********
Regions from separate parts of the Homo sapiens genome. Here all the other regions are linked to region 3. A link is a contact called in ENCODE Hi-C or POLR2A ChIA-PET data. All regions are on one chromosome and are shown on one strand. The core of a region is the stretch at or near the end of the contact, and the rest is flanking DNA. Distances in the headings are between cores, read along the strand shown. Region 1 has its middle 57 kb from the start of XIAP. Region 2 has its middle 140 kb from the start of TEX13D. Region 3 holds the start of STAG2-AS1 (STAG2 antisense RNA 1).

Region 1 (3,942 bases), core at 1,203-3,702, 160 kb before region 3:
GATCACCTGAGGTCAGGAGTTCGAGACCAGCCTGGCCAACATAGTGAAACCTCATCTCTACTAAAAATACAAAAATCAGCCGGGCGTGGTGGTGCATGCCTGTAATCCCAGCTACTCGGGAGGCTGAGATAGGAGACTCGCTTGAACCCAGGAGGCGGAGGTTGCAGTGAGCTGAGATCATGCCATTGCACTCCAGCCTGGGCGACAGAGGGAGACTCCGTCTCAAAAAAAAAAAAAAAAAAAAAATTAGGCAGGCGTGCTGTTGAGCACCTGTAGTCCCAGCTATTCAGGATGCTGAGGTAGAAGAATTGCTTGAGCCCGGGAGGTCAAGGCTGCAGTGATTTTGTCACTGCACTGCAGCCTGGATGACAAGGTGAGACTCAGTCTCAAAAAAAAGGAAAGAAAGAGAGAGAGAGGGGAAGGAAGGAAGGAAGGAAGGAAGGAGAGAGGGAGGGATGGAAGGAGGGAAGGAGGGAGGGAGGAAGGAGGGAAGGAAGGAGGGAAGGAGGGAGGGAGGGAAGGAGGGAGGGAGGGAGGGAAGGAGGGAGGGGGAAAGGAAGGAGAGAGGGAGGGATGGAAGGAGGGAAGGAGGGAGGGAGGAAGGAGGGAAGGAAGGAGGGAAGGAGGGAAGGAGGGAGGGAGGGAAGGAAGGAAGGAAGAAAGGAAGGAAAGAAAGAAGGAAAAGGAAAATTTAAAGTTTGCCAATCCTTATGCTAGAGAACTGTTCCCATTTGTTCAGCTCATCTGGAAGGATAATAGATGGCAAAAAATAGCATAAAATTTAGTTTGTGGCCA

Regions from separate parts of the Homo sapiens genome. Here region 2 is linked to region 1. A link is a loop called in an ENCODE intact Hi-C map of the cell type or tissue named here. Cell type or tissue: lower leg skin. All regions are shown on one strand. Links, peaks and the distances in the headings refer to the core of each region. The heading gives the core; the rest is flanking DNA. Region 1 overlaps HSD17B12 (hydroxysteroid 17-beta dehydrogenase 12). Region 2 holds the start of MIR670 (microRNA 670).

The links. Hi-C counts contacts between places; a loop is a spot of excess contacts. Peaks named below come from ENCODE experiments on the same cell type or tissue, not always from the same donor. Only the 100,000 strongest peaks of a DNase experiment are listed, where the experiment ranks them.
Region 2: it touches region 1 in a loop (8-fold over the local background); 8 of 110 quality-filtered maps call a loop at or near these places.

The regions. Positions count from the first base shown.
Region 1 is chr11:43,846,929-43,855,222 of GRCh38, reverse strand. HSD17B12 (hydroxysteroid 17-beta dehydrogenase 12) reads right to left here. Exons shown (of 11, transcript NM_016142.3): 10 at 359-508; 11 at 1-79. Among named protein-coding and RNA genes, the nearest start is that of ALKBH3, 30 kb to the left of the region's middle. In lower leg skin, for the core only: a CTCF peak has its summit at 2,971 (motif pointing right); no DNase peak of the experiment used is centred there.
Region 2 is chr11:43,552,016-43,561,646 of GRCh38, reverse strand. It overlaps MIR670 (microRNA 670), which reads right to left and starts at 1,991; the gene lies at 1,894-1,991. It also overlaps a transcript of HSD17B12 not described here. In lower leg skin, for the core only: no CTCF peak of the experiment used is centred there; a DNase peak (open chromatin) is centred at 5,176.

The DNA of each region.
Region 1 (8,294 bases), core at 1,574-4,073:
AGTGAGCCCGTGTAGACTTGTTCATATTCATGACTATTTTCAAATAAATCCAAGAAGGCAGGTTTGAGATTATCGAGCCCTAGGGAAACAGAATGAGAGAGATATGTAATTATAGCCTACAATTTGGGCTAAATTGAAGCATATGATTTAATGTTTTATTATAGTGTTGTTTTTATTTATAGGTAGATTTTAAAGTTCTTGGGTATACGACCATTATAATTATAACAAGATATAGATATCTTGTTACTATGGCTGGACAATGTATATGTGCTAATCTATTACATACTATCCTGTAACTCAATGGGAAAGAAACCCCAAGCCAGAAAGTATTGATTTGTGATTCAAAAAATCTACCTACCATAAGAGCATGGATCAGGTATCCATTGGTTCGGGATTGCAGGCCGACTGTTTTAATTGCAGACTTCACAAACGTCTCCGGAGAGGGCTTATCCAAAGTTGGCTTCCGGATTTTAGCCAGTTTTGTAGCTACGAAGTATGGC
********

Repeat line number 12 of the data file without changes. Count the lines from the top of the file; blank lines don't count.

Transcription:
AGTGAGCCCGTGTAGACTTGTTCATATTCATGACTATTTTCAAATAAATCCAAGAAGGCAGGTTTGAGATTATCGAGCCCTAGGGAAACAGAATGAGAGAGATATGTAATTATAGCCTACAATTTGGGCTAAATTGAAGCATATGATTTAATGTTTTATTATAGTGTTGTTTTTATTTATAGGTAGATTTTAAAGTTCTTGGGTATACGACCATTATAATTATAACAAGATATAGATATCTTGTTACTATGGCTGGACAATGTATATGTGCTAATCTATTACATACTATCCTGTAACTCAATGGGAAAGAAACCCCAAGCCAGAAAGTATTGATTTGTGATTCAAAAAATCTACCTACCATAAGAGCATGGATCAGGTATCCATTGGTTCGGGATTGCAGGCCGACTGTTTTAATTGCAGACTTCACAAACGTCTCCGGAGAGGGCTTATCCAAAGTTGGCTTCCGGATTTTAGCCAGTTTTGTAGCTACGAAGTATGGC